'Buzz Off ALS' campaign raises money, awareness and donated hair

ABC11 Together highlights the strength of the human spirit, good deeds, community needs, and how our viewers can help
Todd Taylor's a jovial guy. Born in 1957, he chuckles as he tells us how back in the sixties, he couldn't wear his hair long because her mother, a Marine Corps officer, preferred it short.

But on Wednesday morning, he joked about the remarks he's heard from people who saw his shoulder length style.

"I get a lot of "Hey, look," he said, "It's Jerry Garcia!"
He served in the Navy as a helicopter pilot. The Vietnam veteran struggled to maintain his composure, minutes after we met at American Tobacco in Durham, during a Zoom fundraiser that honored his late brother Bob.

His voice cracked and he choked up while describing Bob Taylor as an incredibly fast athlete who played four years of professional baseball, then worked as a sportscaster in Charlotte before doctors diagnosed him with ALS. Bob Taylor died in 2020 at the age of 75.

"Bob wasn't defeated by ALS. He just had it, and he lived his life as full as he could with it," said Todd.

ALS also claimed the life of our friend, longtime ABC11 anchor Larry Stogner. On this day, Todd Taylor had his long hair cut on camera while family and friends watched on Zoom. It happened on the day Major League Baseball observed Lou Gehrig Day.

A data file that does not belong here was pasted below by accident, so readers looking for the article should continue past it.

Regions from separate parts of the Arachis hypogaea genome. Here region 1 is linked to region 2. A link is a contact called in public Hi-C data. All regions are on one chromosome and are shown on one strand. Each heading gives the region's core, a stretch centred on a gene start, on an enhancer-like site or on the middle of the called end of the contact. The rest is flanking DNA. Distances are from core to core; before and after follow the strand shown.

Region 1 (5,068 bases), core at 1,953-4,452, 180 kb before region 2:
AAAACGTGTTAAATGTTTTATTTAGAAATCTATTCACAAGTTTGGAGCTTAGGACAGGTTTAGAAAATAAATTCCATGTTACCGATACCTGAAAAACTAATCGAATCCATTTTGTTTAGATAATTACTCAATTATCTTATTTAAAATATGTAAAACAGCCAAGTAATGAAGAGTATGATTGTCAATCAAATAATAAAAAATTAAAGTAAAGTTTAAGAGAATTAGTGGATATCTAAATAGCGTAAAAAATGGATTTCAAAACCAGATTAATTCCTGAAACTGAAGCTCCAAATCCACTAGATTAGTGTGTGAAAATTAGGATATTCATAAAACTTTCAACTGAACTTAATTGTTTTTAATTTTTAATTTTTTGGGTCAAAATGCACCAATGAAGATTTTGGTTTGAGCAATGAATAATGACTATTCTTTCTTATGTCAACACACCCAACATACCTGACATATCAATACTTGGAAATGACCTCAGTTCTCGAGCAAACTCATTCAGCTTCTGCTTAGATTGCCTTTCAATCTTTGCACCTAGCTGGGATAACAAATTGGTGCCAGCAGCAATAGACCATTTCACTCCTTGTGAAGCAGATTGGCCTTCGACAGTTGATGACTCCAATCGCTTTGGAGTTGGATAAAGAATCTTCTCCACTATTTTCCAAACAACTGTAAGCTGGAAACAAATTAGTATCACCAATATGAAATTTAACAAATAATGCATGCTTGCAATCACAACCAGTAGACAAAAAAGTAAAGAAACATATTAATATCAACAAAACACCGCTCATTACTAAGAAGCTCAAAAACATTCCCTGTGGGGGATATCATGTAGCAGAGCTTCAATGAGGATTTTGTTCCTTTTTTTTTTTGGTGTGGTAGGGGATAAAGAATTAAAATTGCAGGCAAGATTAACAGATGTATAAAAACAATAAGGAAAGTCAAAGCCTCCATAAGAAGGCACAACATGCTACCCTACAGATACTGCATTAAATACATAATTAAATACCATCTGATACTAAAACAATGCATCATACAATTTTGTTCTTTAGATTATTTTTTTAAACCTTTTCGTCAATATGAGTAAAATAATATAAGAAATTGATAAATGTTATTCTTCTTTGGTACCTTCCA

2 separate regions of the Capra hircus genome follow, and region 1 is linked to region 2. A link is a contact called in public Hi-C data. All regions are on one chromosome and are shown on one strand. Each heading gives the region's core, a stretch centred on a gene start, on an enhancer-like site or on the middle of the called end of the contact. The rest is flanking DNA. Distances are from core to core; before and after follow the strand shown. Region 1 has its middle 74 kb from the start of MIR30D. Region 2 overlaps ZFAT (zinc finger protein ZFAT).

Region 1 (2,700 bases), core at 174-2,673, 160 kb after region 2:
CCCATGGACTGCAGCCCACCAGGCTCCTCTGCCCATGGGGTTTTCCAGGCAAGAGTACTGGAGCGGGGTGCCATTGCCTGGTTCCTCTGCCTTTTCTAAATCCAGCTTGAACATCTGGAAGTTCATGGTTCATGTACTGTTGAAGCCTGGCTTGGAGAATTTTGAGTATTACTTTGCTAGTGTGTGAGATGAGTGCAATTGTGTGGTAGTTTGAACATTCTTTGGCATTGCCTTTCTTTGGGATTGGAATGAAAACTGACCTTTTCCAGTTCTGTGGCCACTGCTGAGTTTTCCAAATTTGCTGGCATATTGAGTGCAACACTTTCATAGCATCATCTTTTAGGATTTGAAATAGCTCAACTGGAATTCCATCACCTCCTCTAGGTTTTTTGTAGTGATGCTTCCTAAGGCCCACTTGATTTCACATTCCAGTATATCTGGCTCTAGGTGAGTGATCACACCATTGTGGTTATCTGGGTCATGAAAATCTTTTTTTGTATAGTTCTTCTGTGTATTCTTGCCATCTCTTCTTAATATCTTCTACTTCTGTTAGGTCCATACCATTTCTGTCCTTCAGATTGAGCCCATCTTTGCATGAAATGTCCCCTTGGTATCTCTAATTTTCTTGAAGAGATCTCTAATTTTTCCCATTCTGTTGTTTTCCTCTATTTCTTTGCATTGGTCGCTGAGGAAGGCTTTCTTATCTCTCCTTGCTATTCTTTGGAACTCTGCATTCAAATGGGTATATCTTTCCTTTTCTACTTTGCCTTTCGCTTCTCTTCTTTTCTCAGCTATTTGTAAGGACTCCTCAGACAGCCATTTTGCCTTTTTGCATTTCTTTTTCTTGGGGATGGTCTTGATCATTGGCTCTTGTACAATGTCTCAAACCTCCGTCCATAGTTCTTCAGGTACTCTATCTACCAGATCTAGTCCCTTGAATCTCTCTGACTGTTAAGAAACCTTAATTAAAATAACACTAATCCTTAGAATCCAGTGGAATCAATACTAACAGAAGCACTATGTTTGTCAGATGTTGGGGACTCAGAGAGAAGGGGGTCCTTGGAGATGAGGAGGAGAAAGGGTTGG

"Lou Gehrig was a first baseman, Bob was a first baseman. Lou Gehrig hit a lot of home runs, Bob didn't hit so many," Todd said with a smile. "So it was a perfect fit!"
He surpassed his fundraising goal of $6,000, money he's donating to the Joe Martin ALS Foundation. That organization sends home assistants to the homes of ALS families like his brother's.

"The foundation provided that much needed help and relief. So now that it doesn't do me any good or my family any good, supporting the family and trying to help somebody in the future, we're paying it forward, he said.

And because $6,000 provides much needed long term assistance, "Here we are, with a year and a half worth of help for a family we don't even know at a time when everybody's hunkered down, inwardly. This is a thing where everybody seems to be giving."

Those donors include his son, who also had most of his long hair chopped for charity.

"To me that's an amazingly positive thing that has happened, and I think we really need it," said Taylor.

The father's eight inches of hair and his son's 11 inches will go to Hair We Share, provider of hairpieces for people with medically related hair loss.

If you'd like to donate more money to the Joe Martin ALS Foundation, click here.

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